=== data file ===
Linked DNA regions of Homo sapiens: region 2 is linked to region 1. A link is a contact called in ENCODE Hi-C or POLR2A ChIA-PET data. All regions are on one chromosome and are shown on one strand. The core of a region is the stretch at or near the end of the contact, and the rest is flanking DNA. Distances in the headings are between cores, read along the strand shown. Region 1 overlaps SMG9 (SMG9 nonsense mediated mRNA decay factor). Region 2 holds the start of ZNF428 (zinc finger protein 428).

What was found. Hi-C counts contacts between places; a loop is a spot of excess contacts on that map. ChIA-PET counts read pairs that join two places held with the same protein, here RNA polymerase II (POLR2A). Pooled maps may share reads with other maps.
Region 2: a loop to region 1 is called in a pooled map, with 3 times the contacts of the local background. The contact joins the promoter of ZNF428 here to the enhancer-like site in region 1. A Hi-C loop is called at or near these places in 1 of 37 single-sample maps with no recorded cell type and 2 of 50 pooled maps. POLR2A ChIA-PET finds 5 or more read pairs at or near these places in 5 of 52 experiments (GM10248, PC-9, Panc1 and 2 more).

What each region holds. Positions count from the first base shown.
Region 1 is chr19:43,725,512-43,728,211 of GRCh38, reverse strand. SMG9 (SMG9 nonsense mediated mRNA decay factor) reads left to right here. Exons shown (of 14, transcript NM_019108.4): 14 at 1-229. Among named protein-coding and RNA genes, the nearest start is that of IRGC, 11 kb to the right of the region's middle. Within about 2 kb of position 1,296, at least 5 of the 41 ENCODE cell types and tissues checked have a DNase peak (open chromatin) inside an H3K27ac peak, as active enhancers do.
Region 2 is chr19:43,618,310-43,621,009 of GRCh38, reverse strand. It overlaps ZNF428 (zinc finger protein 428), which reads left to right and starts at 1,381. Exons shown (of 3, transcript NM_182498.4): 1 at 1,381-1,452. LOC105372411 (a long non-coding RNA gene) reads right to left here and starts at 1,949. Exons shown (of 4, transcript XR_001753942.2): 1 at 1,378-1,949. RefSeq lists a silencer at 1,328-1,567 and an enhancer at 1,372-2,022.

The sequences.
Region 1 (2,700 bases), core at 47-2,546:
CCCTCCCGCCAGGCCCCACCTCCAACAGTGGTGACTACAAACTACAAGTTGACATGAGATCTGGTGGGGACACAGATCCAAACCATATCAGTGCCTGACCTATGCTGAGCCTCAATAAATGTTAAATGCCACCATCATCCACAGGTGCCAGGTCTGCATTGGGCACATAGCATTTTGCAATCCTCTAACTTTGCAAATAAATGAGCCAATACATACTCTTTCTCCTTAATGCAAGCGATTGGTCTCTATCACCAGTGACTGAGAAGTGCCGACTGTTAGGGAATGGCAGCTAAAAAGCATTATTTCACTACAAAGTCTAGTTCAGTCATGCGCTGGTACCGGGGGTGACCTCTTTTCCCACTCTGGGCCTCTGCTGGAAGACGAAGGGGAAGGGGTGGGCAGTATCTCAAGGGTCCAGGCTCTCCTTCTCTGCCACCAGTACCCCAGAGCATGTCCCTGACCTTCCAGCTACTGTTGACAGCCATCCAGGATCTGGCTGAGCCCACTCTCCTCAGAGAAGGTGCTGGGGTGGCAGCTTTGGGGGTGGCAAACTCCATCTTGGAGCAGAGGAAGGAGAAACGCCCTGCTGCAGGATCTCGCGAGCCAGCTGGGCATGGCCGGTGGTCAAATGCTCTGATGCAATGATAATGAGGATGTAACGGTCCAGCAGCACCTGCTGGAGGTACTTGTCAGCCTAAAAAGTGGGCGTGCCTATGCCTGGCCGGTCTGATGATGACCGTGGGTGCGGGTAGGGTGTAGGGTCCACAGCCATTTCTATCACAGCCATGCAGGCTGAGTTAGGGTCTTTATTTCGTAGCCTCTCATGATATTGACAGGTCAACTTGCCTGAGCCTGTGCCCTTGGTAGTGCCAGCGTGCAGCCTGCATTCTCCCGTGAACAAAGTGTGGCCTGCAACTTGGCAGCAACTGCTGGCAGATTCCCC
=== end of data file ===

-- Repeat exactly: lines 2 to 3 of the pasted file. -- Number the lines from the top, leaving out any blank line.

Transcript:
What was found. Hi-C counts contacts between places; a loop is a spot of excess contacts on that map. ChIA-PET counts read pairs that join two places held with the same protein, here RNA polymerase II (POLR2A). Pooled maps may share reads with other maps.
Region 2: a loop to region 1 is called in a pooled map, with 3 times the contacts of the local background. The contact joins the promoter of ZNF428 here to the enhancer-like site in region 1. A Hi-C loop is called at or near these places in 1 of 37 single-sample maps with no recorded cell type and 2 of 50 pooled maps. POLR2A ChIA-PET finds 5 or more read pairs at or near these places in 5 of 52 experiments (GM10248, PC-9, Panc1 and 2 more).